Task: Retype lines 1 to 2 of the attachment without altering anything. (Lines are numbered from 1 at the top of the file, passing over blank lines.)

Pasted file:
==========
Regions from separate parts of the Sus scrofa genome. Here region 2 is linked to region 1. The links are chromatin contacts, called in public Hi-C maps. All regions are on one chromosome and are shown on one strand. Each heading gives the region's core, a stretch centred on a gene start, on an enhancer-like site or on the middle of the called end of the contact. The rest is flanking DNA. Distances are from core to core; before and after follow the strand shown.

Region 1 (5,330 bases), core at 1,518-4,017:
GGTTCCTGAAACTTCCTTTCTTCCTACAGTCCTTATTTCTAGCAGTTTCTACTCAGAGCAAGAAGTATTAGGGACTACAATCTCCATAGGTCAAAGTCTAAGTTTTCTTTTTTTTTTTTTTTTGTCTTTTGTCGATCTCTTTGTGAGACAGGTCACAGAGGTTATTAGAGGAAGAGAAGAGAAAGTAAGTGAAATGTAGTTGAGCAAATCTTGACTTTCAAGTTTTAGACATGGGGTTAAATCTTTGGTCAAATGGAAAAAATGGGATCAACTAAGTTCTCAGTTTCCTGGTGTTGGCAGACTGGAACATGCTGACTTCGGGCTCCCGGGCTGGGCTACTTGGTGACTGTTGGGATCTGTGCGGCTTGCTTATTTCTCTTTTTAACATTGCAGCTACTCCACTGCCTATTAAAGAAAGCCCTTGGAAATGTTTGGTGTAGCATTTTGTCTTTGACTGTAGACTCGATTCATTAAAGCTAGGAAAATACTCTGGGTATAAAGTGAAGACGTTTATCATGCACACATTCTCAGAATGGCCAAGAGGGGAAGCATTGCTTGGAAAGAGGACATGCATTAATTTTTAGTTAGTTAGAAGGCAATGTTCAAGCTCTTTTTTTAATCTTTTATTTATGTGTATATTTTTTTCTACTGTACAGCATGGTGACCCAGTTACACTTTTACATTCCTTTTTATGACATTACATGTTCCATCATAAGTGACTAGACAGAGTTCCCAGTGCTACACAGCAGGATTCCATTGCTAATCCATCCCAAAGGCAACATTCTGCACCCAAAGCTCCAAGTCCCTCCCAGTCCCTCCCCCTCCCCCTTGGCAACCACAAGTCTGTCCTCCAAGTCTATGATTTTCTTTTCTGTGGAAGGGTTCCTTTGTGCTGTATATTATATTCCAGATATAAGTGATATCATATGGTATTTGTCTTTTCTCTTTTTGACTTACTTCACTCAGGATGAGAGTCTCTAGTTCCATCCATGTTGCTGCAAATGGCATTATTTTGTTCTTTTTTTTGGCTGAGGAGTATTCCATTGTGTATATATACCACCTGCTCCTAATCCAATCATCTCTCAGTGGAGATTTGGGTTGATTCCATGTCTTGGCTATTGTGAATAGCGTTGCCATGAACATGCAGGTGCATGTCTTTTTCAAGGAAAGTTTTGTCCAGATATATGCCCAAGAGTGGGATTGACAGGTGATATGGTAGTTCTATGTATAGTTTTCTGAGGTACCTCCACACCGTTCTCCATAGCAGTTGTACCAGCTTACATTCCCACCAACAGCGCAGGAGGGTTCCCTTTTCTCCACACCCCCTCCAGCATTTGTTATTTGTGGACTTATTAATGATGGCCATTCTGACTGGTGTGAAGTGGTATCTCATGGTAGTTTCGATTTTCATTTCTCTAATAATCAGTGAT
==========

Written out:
Regions from separate parts of the Sus scrofa genome. Here region 2 is linked to region 1. The links are chromatin contacts, called in public Hi-C maps. All regions are on one chromosome and are shown on one strand. Each heading gives the region's core, a stretch centred on a gene start, on an enhancer-like site or on the middle of the called end of the contact. The rest is flanking DNA. Distances are from core to core; before and after follow the strand shown.

Region 1 (5,330 bases), core at 1,518-4,017: